Bridging legal requirements and analytical methods : a review of monitoring opportunities of animal proteins in feed

Raamsdonk, Leo W.D. van; Prins, Theo W.; Meijer, Nathan; Scholtens, Ingrid M.J.; Bremer, Monique G.E.G.; Jong, Jacob de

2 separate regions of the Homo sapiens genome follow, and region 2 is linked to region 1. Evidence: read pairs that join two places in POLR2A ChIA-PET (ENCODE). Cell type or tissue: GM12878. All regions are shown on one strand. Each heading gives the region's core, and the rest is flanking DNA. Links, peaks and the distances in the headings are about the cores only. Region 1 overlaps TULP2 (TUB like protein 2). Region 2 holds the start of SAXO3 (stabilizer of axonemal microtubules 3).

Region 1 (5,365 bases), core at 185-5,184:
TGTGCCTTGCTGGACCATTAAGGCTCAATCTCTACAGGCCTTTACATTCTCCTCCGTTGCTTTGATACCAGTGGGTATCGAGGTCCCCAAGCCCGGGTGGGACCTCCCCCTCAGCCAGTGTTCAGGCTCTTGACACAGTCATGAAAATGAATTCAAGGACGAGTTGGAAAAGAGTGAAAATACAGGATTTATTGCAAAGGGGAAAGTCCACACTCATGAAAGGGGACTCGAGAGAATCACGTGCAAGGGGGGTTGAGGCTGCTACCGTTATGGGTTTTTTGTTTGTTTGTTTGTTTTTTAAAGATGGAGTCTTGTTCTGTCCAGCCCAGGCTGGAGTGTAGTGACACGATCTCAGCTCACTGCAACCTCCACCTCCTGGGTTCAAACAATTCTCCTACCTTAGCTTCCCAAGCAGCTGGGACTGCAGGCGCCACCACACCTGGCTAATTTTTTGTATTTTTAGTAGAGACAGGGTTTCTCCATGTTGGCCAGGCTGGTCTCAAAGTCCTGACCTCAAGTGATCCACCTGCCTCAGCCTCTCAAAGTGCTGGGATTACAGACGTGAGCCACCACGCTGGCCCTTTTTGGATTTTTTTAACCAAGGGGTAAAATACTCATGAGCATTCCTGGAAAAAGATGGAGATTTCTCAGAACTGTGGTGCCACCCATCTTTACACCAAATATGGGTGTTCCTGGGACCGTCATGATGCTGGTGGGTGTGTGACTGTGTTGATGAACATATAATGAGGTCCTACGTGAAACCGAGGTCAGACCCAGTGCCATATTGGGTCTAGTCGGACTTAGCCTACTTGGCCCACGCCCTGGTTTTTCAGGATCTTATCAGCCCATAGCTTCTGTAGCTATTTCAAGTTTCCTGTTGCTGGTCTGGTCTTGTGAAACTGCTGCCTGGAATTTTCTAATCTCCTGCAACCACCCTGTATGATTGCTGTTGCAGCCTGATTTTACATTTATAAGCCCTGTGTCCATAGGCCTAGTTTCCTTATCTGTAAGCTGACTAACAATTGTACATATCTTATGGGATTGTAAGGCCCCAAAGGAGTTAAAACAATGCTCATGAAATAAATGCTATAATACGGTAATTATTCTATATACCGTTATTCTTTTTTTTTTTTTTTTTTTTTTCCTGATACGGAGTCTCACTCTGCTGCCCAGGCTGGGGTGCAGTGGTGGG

Availability and safety of food ranks among the basic requirements for human beings. The importance of the food producing sector, inclusive of feed manufacturing, demands a high level of regulation and control. This paper will present and discuss the relationships in the triangle of legislation, the background of hazards with a biological nature, and opportunities for monitoring methods, most notable for prion-based diseases as primary issue. The European Union legislation for prevention of prion-based diseases since 2000 is presented and discussed. The definitions and circumscriptions of groups of species will be analysed in the view biological classification and evolutionary relationships. The state of the art of monitoring methods is presented and discussed. Methods based on visual markers (microscopy), DNA-based methods (PCR), protein-based methods (ELISA, mass spectroscopy, proteomics), near infrared oriented methods and combinations thereof are being evaluated. It is argued that the use in legislation of non-homogeneous groups of species in a biological sense will hamper the optimal design of monitoring methods. Proper definitions are considered to act as bridges between legal demands and suitable analytical methods for effective monitoring. Definitions including specified groups of species instead of single species are more effective for monitoring in a range of cases. Besides the desire of precise circumscription of animal groups targeted by legislation, processed products need well defined definitions as well. Most notable examples are blood versus blood products, and hydrolysis of several types of material. The WISE principle for harmonising the design of legislation and of analytical methods is discussed. This principle includes the elements Witful (reasonable legal principles), Indicative (clear limits between prohibition and authorisation), Societal demands (public health, environment, economy), and Enforceable (presence of suited monitoring methods) in order to promote a balanced effort for reaching the desired level of safety in the food production chain.